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State Senator Ben Altamirano Dies

The Associated Press
    SILVER CITY— State Senate President Pro-Tem Ben Altamirano, the longest-serving member of the Senate, has died at his home in Silver City. He was 77.
    Gov. Bill Richardson made the announcement late Thursday, saying Altamirano was a true statesman whose soft-spoken demeanor and love for New Mexico helped him earn the respect of everyone who crossed his path.
    "I am deeply saddened by the passing of a great New Mexican and my dear friend, Benny Altamirano. ... Benny will be dearly missed," Richardson said in a statement released by his office.
    Details about Altamirano's death were not immediately available. In recent years, he had suffered a heart attack, for which he under went surgery.
    A native of Silver City, Altamirano, a Democrat, had represented Senate District 28— which encompasses most of Catron, Grant and Socorro counties— since 1971. He had served over the years as a member of numerous legislative committees, including committees on public school appropriations, capital outlay funding and conservation.
    He held the top Senate job for three years and before that, he was chairman of the Finance Committee for 17 years.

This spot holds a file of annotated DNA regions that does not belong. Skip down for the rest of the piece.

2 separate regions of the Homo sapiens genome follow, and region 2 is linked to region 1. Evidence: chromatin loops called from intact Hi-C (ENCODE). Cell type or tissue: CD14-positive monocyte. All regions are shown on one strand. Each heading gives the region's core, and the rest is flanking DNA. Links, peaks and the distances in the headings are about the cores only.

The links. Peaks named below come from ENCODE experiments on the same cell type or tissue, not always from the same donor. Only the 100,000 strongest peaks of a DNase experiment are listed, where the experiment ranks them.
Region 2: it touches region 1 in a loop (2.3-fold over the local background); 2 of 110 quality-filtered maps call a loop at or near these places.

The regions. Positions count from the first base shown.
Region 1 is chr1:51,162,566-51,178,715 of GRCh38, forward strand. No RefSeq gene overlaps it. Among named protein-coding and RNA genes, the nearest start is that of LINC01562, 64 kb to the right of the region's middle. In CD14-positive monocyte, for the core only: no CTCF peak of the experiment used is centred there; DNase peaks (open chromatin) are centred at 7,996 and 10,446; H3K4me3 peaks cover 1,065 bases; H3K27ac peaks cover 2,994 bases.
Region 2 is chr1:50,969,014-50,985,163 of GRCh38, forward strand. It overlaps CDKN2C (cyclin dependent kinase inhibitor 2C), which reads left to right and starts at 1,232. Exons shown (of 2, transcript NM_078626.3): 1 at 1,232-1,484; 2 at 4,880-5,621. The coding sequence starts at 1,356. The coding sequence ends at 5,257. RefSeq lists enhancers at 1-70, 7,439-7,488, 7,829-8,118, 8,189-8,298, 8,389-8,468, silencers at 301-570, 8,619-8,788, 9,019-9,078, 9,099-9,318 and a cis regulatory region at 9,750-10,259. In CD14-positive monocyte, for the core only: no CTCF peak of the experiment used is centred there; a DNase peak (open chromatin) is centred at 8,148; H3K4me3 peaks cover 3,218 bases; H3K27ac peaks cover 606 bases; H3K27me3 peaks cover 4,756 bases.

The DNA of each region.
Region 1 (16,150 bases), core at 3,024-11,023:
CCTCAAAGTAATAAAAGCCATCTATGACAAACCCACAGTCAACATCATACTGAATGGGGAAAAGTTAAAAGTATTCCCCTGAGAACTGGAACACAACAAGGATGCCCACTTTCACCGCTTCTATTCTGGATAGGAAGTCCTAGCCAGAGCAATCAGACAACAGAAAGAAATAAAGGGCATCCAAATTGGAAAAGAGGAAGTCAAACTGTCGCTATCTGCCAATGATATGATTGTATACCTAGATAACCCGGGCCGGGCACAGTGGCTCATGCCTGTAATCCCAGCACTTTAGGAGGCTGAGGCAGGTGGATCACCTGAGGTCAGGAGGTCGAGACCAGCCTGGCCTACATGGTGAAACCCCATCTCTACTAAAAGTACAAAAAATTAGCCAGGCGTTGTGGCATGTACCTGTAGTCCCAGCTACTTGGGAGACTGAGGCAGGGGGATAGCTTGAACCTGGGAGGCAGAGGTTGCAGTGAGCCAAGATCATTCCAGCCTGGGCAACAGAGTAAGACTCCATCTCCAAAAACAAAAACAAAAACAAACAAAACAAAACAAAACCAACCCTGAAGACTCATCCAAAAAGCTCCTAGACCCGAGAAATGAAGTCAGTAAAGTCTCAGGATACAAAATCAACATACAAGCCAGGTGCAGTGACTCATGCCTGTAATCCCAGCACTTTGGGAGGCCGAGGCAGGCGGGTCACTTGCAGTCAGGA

He was being remembered late Thursday as an even-keeled businessman who worked hard to represent his constituents and do what was right for New Mexicans.
    "It's a sad day," said Sen. Tim Jennings, a Roswell Democrat who served on the Legislative Council with Altamirano and had worked with him nearly 30 years. Jennings said he spent a lot of time with the late senator during the legislative sessions and he described him as always being "above board."
    "There are givers and takers in this world. He was definitely a giver," Jennings said. "He served the people. He busted his tail and he always served the people. What he did was always in the best interest of the people."
    Senate Minority Leader Stuart Ingle, a Portales Republican, described Altamirano as an easy man to work with.
    "He always tried to see both sides of the issue and he tried to listen to everybody," said Ingle.
    As legislators prepare to return to Santa Fe next month for the next session, Ingle said the Senate will have to get used to not having Altamirano there.
    "He served darn near 40 years. When you have someone that's been there that long, it's going to be a different place," Ingle said.